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Elections loom in 6 states but will Undi 18 turn out to vote?

Indifference and political apathy appear to be the trend among some first-time voters.

Ahmad Mustakim Zulkifli
3 minute read
First-time voters queue to cast their ballots at a voting centre in Kuala Lumpur during the 15th general election on Nov 19, 2022.
First-time voters queue to cast their ballots at a voting centre in Kuala Lumpur during the 15th general election on Nov 19, 2022.

As 18-year-olds in six states gear up to cast their votes for the first time this year, questions remain over the direction of their support, with indifference and political apathy at the top of the list for some.

The so-called Undi 18 group – over a million strong comprising those aged 18 to 21 – became eligible to vote for the first time at the 15th general election last year.

Now, with state elections looming in Selangor, Penang, Negeri Sembilan, Kedah, Kelantan and Terengganu, they will join other voters in heading to the polls once more. 

But a number of youth in Selangor with whom MalaysiaNow spoke appeared more focused on pursuing their studies and living out their aspirations.

Fresh from receiving their SPM or Sijil Pelajaran Malaysia results, they said they did not care much about politics or politicians in general. 

UNDI18- Muhd-Arif-Haikal
Muhd Arif Haikal

"We don't pay much attention to political issues," Muhd Arif Haikal of Hulu Kelang said. 

"In school, we mostly talk about friends or our respective futures." 

He added that this was the case at home as well, as none of his family members discussed politics with him either. 

Marcus Francis Anandan from Cheras agreed. 

"We don't talk much about it," he said. "If we do, it's not serious."

Marcus, a former student at St John's Institution in Kuala Lumpur, added that he did not know whom he would vote for. 

"I'll need to see the current situation," he said. 

Marcus Francis Anandan

Nur Ain Sofea of Bukit Antarabangsa said that political discussions among her friends usually ended up in arguments.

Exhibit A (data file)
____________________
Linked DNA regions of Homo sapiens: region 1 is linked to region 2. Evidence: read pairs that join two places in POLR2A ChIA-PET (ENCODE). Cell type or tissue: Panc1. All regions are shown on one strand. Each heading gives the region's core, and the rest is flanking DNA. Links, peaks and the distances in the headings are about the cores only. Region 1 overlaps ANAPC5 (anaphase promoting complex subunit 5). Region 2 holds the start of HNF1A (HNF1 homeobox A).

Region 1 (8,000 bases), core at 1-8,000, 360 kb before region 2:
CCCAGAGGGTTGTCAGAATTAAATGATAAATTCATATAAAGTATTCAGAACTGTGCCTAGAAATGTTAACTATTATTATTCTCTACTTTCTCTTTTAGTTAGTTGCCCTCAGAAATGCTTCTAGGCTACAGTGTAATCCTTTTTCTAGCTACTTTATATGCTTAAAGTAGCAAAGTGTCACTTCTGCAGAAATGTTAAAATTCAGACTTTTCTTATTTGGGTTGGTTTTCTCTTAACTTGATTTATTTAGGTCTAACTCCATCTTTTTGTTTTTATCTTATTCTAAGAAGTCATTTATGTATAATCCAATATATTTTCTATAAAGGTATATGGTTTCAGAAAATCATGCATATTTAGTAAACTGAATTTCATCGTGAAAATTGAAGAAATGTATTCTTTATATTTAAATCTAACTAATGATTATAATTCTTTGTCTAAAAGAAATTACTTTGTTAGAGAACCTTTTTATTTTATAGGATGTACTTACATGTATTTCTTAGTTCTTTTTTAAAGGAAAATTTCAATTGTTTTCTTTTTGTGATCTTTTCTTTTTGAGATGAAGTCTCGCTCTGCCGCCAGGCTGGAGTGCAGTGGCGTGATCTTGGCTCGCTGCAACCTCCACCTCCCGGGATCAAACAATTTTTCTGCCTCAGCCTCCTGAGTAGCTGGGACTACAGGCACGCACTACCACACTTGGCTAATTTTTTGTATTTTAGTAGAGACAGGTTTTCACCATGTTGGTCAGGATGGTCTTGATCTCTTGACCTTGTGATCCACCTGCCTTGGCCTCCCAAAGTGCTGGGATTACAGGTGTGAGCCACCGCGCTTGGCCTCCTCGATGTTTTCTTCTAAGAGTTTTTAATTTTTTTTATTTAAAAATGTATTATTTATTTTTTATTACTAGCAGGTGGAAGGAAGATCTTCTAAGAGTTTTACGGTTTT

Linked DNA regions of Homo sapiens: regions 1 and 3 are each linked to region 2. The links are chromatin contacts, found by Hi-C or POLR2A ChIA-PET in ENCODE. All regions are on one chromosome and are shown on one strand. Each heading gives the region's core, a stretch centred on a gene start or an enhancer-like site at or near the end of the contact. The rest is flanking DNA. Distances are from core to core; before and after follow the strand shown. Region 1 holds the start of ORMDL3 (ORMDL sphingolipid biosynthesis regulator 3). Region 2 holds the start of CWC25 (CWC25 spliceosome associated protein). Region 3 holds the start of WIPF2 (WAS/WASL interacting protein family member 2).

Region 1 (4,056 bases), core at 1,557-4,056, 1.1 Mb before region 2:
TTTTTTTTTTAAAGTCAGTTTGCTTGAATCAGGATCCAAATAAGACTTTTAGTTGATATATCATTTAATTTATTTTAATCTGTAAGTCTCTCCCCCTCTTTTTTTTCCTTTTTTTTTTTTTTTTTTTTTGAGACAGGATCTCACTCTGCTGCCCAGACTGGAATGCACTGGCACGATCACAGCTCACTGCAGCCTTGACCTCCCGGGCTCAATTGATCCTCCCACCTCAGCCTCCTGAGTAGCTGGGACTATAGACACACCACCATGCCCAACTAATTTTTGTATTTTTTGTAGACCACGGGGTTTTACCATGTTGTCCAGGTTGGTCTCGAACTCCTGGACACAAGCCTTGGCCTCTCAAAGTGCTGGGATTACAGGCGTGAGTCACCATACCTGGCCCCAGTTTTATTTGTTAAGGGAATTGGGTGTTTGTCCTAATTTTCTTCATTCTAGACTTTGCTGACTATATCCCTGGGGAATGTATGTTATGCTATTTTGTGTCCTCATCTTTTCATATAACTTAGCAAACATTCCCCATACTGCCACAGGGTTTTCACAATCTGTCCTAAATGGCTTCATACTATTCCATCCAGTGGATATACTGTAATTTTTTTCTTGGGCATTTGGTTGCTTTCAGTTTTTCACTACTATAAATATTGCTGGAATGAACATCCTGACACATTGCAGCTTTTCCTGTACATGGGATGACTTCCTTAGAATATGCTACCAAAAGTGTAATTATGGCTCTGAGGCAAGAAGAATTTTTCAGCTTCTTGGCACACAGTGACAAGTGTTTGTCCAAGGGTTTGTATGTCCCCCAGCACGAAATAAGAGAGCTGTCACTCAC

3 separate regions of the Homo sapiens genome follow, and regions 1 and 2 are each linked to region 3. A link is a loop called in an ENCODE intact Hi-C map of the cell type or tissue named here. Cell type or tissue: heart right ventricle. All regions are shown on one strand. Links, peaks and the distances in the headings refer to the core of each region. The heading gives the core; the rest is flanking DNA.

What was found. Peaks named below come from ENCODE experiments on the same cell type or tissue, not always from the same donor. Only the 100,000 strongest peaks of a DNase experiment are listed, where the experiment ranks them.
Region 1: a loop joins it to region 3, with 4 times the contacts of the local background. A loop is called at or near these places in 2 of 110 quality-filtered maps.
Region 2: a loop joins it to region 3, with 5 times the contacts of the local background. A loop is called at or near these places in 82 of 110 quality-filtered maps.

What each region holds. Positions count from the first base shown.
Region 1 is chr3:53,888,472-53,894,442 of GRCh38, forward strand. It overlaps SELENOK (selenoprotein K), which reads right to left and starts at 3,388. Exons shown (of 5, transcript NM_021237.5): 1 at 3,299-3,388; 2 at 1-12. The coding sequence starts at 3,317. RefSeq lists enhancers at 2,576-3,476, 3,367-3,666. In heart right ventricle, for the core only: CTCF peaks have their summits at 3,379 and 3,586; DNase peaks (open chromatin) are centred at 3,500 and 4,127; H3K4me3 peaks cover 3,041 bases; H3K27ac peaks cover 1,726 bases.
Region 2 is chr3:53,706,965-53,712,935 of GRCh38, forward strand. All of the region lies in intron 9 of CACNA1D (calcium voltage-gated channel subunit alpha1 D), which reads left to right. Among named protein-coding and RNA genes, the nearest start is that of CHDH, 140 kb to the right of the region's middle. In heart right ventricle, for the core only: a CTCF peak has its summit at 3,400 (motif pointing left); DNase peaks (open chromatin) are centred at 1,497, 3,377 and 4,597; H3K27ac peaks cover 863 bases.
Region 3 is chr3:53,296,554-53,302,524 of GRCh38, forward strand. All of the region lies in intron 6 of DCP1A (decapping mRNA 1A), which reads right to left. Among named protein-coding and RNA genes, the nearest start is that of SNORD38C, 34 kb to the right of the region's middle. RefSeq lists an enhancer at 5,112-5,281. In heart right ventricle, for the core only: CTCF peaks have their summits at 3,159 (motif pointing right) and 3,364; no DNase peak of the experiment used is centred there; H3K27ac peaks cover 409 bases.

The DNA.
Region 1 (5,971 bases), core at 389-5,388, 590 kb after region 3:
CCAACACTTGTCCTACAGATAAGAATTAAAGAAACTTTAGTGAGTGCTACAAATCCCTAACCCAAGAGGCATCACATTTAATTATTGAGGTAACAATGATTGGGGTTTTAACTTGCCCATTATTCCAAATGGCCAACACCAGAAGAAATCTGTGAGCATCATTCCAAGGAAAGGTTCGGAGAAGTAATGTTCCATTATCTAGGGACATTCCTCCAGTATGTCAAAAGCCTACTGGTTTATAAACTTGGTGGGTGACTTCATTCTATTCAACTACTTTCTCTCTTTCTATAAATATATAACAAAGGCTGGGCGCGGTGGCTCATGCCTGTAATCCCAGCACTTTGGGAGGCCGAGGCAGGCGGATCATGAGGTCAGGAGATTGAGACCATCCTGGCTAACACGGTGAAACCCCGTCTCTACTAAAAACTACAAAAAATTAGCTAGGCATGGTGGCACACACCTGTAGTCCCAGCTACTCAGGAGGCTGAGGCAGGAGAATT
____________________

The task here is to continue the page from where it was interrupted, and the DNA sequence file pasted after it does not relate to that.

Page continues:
"So I prefer not to talk about political issues," she said, adding however that she was excited to be heading to the polls for the first time. 

"It makes me feel like a grownup, like my political opinions deserve a voice."

Nur Ain Sofea

Hope and votes

Political observer Mak Khuin Weng said that young people in urban areas might support Prime Minister Anwar Ibrahim, who is seen as a liberal. 

However, he said that hope in Anwar often came hand in hand with indoctrination about the "evils" of Umno. 

"So there is a conflict here that cannot be solved with propaganda alone, and this may lead to a loss in confidence of that 'hope' message," he said to MalaysiaNow. 

"What happens when Undi 18 voters lose confidence? They may choose not to vote," he added, referring to Umno's participation in the coalition government despite decades of enmity with the other parties. 

He also said that the government's move to meet with social media companies about political censorship indicated concern about the direction of the Undi 18 vote. 

Umno deputy president Mohamad Hasan, when officiating the launch of the women, youth and Puteri assemblies recently, also voiced concern over the waning support for Umno among the younger generation. 

"We seem to have failed to gain their trust despite around 5.8 million new voters entering the electoral roll for the 15th general election. 

"There was no significant increase in votes for Barisan Nasional between the 14th and 15th general elections," the defence minister said. 

According to Mak, the Malay party lost the support of young voters after sacking former health minister Khairy Jamaluddin. 

"Ismail Sabri Yaakob walking around with Khairy Jamaluddin and casually chatting while Ahmad Zahid Hamidi cannot do the same is very telling of where Umno stands with voters," he said.